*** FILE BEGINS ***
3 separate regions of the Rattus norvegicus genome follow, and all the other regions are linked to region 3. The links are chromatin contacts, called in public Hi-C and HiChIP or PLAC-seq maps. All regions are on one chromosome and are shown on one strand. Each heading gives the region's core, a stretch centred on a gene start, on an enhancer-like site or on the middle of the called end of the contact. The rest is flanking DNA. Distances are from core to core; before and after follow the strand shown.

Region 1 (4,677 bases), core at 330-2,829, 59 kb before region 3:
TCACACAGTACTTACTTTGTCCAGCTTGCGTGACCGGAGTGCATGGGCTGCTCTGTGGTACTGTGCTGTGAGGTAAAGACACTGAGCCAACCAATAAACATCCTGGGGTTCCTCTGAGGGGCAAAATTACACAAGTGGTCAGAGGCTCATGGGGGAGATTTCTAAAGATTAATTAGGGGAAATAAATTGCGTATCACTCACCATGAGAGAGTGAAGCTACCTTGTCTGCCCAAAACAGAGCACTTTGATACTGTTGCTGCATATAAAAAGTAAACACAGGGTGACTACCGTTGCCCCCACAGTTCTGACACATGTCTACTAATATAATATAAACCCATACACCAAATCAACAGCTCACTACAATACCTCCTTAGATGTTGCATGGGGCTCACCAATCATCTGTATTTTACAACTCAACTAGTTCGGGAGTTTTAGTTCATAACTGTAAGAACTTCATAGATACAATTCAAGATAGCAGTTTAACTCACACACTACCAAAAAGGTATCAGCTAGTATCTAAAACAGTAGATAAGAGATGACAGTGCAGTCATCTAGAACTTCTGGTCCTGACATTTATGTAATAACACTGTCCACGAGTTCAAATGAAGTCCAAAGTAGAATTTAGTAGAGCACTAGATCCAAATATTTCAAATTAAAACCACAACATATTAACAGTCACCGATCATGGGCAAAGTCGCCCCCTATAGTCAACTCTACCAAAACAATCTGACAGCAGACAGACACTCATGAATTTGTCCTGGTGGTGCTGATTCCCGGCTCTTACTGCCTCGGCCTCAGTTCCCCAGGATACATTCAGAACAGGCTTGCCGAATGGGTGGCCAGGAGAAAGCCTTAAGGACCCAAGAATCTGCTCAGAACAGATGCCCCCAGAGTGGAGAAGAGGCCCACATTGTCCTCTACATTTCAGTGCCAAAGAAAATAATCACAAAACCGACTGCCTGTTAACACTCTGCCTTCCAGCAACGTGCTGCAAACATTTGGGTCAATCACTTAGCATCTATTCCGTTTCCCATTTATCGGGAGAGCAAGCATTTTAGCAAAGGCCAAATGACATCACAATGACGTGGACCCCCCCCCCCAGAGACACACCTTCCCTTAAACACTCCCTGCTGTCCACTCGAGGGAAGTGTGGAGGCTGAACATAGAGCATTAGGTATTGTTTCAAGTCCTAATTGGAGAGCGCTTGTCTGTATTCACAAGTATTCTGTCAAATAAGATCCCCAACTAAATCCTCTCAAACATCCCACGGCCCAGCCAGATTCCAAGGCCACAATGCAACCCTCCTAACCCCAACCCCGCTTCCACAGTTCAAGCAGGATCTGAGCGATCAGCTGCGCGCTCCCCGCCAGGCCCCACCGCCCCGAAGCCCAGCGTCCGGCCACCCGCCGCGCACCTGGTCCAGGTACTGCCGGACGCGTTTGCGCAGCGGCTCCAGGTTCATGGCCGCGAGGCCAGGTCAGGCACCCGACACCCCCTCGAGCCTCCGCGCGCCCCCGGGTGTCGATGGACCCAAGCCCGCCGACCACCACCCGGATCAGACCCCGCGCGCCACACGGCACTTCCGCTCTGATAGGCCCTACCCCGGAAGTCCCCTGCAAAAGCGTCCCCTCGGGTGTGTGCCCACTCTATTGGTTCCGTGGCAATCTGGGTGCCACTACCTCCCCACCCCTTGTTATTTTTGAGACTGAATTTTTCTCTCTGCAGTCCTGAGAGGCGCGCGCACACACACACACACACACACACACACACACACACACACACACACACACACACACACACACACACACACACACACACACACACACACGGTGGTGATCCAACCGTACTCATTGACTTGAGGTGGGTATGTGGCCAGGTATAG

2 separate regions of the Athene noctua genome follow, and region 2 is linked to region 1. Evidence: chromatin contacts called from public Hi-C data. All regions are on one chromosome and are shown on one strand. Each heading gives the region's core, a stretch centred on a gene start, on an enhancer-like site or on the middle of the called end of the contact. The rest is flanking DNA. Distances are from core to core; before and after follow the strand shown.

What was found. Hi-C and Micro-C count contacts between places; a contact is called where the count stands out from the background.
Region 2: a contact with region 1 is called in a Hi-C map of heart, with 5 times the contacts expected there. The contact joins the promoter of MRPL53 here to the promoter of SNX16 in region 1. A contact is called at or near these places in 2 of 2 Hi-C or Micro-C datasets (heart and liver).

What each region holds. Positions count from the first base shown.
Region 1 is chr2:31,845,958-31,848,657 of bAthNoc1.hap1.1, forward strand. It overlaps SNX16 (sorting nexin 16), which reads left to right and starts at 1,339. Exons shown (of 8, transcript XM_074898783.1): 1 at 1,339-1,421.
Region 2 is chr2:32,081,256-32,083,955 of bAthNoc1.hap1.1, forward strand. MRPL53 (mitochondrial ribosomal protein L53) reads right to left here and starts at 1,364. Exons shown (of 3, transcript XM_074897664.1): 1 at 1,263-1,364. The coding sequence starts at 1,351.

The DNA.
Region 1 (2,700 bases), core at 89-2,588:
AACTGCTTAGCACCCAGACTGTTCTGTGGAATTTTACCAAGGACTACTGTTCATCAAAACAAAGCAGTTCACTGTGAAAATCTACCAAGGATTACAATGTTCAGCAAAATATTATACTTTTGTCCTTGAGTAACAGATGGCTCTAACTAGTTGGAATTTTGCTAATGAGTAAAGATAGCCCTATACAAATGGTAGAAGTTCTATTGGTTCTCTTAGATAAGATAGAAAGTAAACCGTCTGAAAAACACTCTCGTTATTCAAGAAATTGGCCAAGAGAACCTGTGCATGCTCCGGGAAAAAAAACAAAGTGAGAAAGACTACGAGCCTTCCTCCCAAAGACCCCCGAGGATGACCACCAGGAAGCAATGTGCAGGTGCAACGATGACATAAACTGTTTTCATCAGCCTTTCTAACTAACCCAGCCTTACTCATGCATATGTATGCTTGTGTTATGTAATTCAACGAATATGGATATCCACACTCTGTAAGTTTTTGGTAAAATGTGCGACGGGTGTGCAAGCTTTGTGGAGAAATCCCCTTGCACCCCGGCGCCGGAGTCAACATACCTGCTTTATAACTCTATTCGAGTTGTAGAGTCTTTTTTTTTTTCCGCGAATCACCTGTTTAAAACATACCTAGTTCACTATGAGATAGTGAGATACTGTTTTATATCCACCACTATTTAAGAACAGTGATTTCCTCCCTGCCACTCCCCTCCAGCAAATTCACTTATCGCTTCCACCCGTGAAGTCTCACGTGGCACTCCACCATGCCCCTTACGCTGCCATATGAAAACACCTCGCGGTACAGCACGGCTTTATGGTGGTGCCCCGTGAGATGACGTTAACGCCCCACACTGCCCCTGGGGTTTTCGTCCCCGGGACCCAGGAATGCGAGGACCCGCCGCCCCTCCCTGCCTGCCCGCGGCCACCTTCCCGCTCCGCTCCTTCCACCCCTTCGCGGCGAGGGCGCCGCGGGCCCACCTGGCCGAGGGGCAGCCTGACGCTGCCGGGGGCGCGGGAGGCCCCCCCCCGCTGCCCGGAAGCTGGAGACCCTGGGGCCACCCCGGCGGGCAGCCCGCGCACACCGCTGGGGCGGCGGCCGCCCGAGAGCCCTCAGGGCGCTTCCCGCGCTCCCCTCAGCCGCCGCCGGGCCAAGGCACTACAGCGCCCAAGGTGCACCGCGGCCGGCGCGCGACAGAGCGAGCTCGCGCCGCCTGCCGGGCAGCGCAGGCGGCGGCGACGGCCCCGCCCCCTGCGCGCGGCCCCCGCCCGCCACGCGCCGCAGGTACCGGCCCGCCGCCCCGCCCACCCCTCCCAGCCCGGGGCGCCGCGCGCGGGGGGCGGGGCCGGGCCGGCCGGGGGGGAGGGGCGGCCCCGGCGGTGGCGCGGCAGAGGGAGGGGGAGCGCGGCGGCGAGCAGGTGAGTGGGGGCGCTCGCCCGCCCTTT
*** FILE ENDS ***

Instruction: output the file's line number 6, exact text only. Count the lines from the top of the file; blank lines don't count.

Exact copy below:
Region 2: a contact with region 1 is called in a Hi-C map of heart, with 5 times the contacts expected there. The contact joins the promoter of MRPL53 here to the promoter of SNX16 in region 1. A contact is called at or near these places in 2 of 2 Hi-C or Micro-C datasets (heart and liver).